I'll only touch on the mishandling of widescreen monitors and getting different sound apps to coexist-- these are typical Linux maladies. The rotten sound architecture alone (where access implies an exclusive lock on the sound card unless special precautions are taken by the app programmers, the exact opposite of how audio should be handled on personal computers) pretty much makes Linux ultimately unsuitable for 70% of the desktop users out there.

    The Ubuntu "just works" philosophy seems to operate on the assumption that ease of use is achieved by avoiding any features that might possibly cause problems or confusion. IMO the clean interface lulls people into a reverie that raises their tolerance for all of the frustration and CLI work they'll be lured into. Granted, a GUI ought to be clean, but also must be capable, and Ubuntu's does not achieve the latter.
  • by Anonymous Coward on Wednesday August 01, 2007 @03:05PM (#20076601)
    Anyone that cares to can search Google about "hacking modelines" in MacOSX.

    Mac OS X doesn't even use modelines, silly. If you're talking about modelines, you're talking about XFree86 or X.org. You may have heard that the native windowing system in OS X is not any form of X11. (If you haven't, you're hearing it now.)

    You are almost certainly confused.
  • Cloning Mac OS X (Score:5, Informative)

    by RedBear (207369) <redbear&redbearnet,com> on Wednesday August 01, 2007 @04:10PM (#20077637) Homepage
    I am blown away by the fact that the Mac OS X reviewer failed to mention SuperDuper! and Carbon Copy Cloner on the page about backups. They linked to a page that mentions it, but it should have been at the forefront in big, bold letters. This IMHO is one of the best features of Macs and Mac OS X, that any idiot can make a clone of their entire system onto any internal or external media. If that media is a FireWire hard drive, the clone will be bootable on any Mac with a FireWire port (and the same processor type, PowerPC and Intel can't boot from each other's drives without some hacks). This means that for any PowerPC Mac going back about 8 years to the first iMac with a FireWire port, you will be able to clone the system drive of any other PowerPC Mac onto a FireWire hard drive and boot from that drive on any other PowerPC Mac in that range. The same goes for Intel machines, although they can also boot from USB devices. (There are reports that some PowerPC models can also boot from USB drives since about Mac OS X 10.4.5 came out, but FireWire is a much better choice speedwise anyway.)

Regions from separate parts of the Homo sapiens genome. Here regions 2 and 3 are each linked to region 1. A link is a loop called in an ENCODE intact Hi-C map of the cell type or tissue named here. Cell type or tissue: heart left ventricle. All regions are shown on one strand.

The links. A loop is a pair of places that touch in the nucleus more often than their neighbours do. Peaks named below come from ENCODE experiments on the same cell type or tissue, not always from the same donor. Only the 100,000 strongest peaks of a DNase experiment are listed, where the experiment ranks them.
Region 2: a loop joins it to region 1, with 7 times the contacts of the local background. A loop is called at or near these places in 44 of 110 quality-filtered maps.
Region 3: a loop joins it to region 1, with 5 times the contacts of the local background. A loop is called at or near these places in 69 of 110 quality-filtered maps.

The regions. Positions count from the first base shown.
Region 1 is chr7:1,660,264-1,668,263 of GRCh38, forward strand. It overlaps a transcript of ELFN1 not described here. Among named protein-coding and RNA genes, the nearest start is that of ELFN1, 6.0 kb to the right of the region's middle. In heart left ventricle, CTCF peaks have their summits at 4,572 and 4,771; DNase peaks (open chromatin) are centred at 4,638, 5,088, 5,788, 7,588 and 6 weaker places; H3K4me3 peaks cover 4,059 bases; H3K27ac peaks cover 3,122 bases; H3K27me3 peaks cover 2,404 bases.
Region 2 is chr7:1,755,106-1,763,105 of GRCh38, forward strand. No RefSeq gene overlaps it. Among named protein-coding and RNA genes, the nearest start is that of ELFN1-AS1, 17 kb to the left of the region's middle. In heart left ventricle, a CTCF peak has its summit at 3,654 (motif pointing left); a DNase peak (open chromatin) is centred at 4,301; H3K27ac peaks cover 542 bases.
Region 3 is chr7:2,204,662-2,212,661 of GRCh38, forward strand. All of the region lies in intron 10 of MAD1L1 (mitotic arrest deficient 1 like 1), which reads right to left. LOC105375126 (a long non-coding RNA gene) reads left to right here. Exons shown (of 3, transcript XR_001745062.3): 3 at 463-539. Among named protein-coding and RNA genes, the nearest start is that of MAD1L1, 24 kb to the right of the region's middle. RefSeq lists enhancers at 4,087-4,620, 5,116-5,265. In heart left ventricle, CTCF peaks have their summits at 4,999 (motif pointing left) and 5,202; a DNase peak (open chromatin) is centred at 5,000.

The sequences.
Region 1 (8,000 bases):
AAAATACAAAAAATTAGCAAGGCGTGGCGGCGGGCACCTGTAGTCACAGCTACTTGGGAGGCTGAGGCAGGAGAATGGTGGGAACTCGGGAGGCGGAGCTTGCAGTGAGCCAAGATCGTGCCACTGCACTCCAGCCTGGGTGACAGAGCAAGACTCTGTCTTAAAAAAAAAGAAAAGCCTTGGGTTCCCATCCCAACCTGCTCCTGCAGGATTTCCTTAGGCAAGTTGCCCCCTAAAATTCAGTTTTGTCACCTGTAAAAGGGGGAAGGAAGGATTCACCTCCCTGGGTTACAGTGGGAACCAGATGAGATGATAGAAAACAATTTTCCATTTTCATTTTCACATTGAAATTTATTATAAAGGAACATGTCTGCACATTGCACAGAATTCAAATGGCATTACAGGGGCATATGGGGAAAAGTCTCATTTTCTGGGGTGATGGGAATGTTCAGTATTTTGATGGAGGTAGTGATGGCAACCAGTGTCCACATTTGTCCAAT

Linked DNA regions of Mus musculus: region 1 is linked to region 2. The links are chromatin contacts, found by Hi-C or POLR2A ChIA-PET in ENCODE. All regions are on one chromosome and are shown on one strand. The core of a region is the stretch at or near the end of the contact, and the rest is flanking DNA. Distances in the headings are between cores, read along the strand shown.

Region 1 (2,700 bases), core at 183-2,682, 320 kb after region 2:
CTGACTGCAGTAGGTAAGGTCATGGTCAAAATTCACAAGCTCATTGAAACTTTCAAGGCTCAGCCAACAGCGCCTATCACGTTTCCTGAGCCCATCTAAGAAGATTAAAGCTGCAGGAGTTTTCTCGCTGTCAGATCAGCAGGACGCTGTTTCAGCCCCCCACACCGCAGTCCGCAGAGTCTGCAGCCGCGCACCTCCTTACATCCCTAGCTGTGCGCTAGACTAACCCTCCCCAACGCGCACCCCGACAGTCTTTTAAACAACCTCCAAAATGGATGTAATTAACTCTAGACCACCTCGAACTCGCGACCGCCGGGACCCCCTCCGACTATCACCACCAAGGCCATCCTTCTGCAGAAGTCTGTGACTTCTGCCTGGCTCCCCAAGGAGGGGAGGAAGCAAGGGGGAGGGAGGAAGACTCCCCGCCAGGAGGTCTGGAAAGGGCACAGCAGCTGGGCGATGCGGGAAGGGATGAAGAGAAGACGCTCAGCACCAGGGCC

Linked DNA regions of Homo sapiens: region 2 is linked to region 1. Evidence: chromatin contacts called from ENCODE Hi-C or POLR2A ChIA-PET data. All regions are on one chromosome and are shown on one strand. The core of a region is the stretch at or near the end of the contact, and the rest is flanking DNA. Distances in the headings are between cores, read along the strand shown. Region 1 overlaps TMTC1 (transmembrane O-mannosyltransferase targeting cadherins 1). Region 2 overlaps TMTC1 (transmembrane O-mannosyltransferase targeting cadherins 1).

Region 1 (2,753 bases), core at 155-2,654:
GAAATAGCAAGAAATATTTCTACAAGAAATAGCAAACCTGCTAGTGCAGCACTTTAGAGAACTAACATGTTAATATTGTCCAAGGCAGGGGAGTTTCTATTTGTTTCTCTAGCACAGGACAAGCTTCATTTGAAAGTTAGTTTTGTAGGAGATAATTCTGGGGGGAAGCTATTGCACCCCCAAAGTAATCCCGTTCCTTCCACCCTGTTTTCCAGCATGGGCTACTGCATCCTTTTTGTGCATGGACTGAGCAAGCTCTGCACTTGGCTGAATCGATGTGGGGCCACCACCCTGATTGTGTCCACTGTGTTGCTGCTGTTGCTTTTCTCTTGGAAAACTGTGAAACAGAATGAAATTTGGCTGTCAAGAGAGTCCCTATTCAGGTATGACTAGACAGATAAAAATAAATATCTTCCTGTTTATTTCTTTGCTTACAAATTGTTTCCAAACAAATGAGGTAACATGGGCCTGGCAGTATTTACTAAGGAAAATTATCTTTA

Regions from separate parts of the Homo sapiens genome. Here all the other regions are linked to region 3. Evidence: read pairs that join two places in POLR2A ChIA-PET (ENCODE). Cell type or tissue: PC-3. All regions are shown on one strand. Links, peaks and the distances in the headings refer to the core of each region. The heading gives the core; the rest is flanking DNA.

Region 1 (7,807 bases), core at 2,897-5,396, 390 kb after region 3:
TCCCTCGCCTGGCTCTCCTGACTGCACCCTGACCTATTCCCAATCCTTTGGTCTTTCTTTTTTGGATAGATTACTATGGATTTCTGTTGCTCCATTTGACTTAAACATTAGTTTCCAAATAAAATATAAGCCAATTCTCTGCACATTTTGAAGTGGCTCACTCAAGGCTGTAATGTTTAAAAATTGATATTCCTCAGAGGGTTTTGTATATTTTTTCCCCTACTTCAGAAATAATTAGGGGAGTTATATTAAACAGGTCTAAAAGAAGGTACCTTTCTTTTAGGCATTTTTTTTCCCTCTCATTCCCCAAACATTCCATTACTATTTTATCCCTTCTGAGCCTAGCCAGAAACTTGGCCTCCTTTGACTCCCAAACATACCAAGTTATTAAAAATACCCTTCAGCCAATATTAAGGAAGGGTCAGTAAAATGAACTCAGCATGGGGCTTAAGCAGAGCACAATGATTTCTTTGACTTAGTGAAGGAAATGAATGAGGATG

So if your hard drive dies, you have a bootable backup that works just as well as the internal drive (if you're using FireWire, USB is a little slow). If the computer dies and you have access to another Mac, you can boot from your backup drive and it will be just as if you were still using your own computer, barring any extreme differences in memory and processor speeds. With enough RAM available the processor speed makes very little difference under general usage like web browsing, email and office applications. When you get your computer fixed (or replace a failed hard drive) you can then clone your backup drive back onto the drive in the computer, reboot, and it's like nothing ever happened. Click a button, walk away for about an hour, and get back to work.

    With a properly implemented cloning schedule you can recover any system, including a Mac OS X server, in about 5 minutes (as long as it takes to restart the computer, hold down the Option key, and choose to boot from the latest backup drive). I could teach a monkey to do it.

    No resetting hidden magic identifiers.

    No reinstalling a hundred different drivers for different motherboards, video cards, network cards, etc.

    No, "I'm going to refuse to work at all because there is too much different hardware." (I tried to Ghost a Win2K system from one laptop to a virtually identical laptop once. The clone failed to function, ended up having to reset the registry and reinstall most of the pre-installed software.)